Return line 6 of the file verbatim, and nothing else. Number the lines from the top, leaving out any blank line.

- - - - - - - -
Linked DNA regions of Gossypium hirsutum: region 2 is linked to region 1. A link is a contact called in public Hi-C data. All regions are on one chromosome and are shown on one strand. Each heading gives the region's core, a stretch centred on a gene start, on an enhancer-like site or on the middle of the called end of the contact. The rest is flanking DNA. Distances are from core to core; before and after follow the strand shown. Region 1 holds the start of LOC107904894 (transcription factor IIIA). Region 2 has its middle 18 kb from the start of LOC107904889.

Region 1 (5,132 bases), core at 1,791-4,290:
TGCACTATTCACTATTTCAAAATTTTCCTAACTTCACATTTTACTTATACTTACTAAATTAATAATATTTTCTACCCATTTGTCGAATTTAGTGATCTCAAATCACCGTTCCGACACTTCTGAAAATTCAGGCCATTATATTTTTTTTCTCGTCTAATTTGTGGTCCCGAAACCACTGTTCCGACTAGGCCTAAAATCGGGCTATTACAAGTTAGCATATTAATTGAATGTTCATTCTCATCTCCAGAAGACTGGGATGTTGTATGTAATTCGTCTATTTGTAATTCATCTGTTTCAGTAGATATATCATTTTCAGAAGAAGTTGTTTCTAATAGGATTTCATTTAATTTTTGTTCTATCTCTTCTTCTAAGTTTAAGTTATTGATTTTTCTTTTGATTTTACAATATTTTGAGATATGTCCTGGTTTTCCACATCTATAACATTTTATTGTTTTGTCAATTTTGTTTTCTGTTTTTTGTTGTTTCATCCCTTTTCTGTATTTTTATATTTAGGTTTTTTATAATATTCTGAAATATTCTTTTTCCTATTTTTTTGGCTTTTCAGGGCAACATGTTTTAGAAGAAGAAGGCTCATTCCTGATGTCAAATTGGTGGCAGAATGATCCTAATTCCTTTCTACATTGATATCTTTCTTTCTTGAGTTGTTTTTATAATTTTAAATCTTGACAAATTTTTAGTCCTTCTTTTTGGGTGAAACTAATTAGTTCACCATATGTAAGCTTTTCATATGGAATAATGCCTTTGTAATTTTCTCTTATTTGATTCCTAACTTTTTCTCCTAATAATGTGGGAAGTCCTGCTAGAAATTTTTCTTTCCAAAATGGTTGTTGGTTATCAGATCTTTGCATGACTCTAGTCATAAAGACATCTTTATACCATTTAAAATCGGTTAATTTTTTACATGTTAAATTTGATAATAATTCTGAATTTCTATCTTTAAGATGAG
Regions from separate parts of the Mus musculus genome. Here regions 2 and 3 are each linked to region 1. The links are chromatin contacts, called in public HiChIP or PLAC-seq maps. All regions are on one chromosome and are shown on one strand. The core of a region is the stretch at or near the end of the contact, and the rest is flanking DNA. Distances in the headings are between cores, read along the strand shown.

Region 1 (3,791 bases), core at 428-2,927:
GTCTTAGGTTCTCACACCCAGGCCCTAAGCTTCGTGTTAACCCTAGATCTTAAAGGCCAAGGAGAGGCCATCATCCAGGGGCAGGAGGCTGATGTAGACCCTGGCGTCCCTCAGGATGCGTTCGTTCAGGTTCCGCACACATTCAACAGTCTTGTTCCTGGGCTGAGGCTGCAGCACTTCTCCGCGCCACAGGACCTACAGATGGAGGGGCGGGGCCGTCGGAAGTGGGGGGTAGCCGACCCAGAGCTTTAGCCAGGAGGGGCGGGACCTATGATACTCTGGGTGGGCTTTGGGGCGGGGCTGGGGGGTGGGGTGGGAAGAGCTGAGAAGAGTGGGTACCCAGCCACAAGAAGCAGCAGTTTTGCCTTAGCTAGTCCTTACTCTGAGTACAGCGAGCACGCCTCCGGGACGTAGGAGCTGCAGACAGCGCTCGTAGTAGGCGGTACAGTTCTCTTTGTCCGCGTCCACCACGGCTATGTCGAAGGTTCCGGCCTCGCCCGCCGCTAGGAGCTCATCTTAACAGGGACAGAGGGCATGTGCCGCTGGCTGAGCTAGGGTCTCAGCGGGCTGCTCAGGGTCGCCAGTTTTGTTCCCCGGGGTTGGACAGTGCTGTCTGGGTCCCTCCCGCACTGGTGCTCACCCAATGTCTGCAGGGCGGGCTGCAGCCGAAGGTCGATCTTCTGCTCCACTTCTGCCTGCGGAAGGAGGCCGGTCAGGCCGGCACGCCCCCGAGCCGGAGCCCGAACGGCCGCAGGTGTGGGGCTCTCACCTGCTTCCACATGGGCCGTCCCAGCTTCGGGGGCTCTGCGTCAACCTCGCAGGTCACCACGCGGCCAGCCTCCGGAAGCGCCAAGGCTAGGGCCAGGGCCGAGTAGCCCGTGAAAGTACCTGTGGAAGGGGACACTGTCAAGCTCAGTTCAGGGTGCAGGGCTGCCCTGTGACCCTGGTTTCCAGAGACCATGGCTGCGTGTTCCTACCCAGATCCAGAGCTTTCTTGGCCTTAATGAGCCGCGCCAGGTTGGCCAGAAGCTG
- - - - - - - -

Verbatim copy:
GTCTTAGGTTCTCACACCCAGGCCCTAAGCTTCGTGTTAACCCTAGATCTTAAAGGCCAAGGAGAGGCCATCATCCAGGGGCAGGAGGCTGATGTAGACCCTGGCGTCCCTCAGGATGCGTTCGTTCAGGTTCCGCACACATTCAACAGTCTTGTTCCTGGGCTGAGGCTGCAGCACTTCTCCGCGCCACAGGACCTACAGATGGAGGGGCGGGGCCGTCGGAAGTGGGGGGTAGCCGACCCAGAGCTTTAGCCAGGAGGGGCGGGACCTATGATACTCTGGGTGGGCTTTGGGGCGGGGCTGGGGGGTGGGGTGGGAAGAGCTGAGAAGAGTGGGTACCCAGCCACAAGAAGCAGCAGTTTTGCCTTAGCTAGTCCTTACTCTGAGTACAGCGAGCACGCCTCCGGGACGTAGGAGCTGCAGACAGCGCTCGTAGTAGGCGGTACAGTTCTCTTTGTCCGCGTCCACCACGGCTATGTCGAAGGTTCCGGCCTCGCCCGCCGCTAGGAGCTCATCTTAACAGGGACAGAGGGCATGTGCCGCTGGCTGAGCTAGGGTCTCAGCGGGCTGCTCAGGGTCGCCAGTTTTGTTCCCCGGGGTTGGACAGTGCTGTCTGGGTCCCTCCCGCACTGGTGCTCACCCAATGTCTGCAGGGCGGGCTGCAGCCGAAGGTCGATCTTCTGCTCCACTTCTGCCTGCGGAAGGAGGCCGGTCAGGCCGGCACGCCCCCGAGCCGGAGCCCGAACGGCCGCAGGTGTGGGGCTCTCACCTGCTTCCACATGGGCCGTCCCAGCTTCGGGGGCTCTGCGTCAACCTCGCAGGTCACCACGCGGCCAGCCTCCGGAAGCGCCAAGGCTAGGGCCAGGGCCGAGTAGCCCGTGAAAGTACCTGTGGAAGGGGACACTGTCAAGCTCAGTTCAGGGTGCAGGGCTGCCCTGTGACCCTGGTTTCCAGAGACCATGGCTGCGTGTTCCTACCCAGATCCAGAGCTTTCTTGGCCTTAATGAGCCGCGCCAGGTTGGCCAGAAGCTG